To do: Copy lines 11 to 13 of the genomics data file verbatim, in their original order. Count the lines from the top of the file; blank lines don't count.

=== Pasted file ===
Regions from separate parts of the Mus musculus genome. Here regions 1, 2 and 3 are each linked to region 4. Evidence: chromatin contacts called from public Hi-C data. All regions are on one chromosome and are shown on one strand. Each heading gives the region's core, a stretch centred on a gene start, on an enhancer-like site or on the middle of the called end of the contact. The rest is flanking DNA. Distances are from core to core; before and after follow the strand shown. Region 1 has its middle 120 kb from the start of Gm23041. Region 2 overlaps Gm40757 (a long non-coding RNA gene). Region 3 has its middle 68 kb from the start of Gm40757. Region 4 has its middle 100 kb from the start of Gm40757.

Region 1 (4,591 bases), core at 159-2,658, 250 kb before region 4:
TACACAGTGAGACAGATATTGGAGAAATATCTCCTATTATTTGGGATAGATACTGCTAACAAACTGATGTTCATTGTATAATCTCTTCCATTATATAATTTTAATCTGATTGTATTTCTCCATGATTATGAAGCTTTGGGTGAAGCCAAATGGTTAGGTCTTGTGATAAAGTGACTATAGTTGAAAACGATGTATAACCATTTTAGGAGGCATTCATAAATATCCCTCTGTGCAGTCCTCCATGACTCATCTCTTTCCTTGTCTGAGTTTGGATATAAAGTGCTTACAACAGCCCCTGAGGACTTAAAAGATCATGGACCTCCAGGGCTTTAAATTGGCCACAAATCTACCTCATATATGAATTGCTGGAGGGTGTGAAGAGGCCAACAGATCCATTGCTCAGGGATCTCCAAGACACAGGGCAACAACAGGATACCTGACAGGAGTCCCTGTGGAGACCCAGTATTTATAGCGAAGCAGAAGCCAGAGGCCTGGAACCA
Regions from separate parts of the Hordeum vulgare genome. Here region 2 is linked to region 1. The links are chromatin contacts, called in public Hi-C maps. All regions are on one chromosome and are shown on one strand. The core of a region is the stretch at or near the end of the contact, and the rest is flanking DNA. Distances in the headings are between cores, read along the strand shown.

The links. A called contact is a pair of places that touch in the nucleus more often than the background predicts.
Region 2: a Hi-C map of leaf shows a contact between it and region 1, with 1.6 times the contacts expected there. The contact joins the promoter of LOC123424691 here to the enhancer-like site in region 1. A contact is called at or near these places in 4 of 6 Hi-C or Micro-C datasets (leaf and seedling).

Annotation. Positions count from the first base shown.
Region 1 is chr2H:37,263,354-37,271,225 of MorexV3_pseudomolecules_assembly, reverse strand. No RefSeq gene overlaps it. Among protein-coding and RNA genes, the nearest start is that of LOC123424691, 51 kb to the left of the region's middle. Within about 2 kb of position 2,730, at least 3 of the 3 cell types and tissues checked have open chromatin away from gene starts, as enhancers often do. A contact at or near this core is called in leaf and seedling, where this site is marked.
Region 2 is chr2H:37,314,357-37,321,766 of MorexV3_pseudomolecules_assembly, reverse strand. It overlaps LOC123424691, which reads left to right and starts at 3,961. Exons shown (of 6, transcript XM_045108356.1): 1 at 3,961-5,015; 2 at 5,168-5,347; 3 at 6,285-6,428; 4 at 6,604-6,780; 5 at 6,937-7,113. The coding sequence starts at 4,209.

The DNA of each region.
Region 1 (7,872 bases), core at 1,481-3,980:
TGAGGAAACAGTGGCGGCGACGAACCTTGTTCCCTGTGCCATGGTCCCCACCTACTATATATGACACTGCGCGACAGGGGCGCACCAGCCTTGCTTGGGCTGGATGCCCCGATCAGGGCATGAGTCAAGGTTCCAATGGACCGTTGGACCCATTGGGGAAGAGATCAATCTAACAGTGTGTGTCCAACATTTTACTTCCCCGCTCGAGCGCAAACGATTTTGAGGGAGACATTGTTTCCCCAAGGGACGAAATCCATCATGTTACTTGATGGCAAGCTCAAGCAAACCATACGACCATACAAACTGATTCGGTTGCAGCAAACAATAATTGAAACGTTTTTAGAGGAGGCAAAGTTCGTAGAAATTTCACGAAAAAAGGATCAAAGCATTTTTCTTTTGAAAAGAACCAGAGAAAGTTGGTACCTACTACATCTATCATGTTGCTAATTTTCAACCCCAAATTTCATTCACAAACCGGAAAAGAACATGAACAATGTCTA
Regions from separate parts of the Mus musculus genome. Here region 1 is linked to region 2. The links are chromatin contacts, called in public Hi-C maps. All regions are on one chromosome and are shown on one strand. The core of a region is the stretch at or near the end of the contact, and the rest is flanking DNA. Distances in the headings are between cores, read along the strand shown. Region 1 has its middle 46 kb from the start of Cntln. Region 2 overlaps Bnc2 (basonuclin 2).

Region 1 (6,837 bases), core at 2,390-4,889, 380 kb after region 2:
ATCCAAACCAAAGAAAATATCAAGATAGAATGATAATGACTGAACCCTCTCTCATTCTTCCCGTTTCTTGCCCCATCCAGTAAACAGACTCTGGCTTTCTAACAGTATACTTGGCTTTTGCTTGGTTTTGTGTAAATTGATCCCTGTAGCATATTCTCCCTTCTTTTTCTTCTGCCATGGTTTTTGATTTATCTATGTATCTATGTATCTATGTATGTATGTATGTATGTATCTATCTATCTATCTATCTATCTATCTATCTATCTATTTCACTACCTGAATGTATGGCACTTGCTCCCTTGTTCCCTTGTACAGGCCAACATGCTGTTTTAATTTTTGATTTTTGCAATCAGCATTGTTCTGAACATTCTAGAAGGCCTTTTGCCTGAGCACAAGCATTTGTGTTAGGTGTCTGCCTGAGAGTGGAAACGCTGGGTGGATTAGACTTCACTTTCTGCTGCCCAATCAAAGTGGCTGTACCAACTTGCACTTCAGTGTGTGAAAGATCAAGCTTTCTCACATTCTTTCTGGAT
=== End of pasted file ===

Region 1 (7,872 bases), core at 1,481-3,980:
TGAGGAAACAGTGGCGGCGACGAACCTTGTTCCCTGTGCCATGGTCCCCACCTACTATATATGACACTGCGCGACAGGGGCGCACCAGCCTTGCTTGGGCTGGATGCCCCGATCAGGGCATGAGTCAAGGTTCCAATGGACCGTTGGACCCATTGGGGAAGAGATCAATCTAACAGTGTGTGTCCAACATTTTACTTCCCCGCTCGAGCGCAAACGATTTTGAGGGAGACATTGTTTCCCCAAGGGACGAAATCCATCATGTTACTTGATGGCAAGCTCAAGCAAACCATACGACCATACAAACTGATTCGGTTGCAGCAAACAATAATTGAAACGTTTTTAGAGGAGGCAAAGTTCGTAGAAATTTCACGAAAAAAGGATCAAAGCATTTTTCTTTTGAAAAGAACCAGAGAAAGTTGGTACCTACTACATCTATCATGTTGCTAATTTTCAACCCCAAATTTCATTCACAAACCGGAAAAGAACATGAACAATGTCTA
Regions from separate parts of the Mus musculus genome. Here region 1 is linked to region 2. The links are chromatin contacts, called in public Hi-C maps. All regions are on one chromosome and are shown on one strand. The core of a region is the stretch at or near the end of the contact, and the rest is flanking DNA. Distances in the headings are between cores, read along the strand shown. Region 1 has its middle 46 kb from the start of Cntln. Region 2 overlaps Bnc2 (basonuclin 2).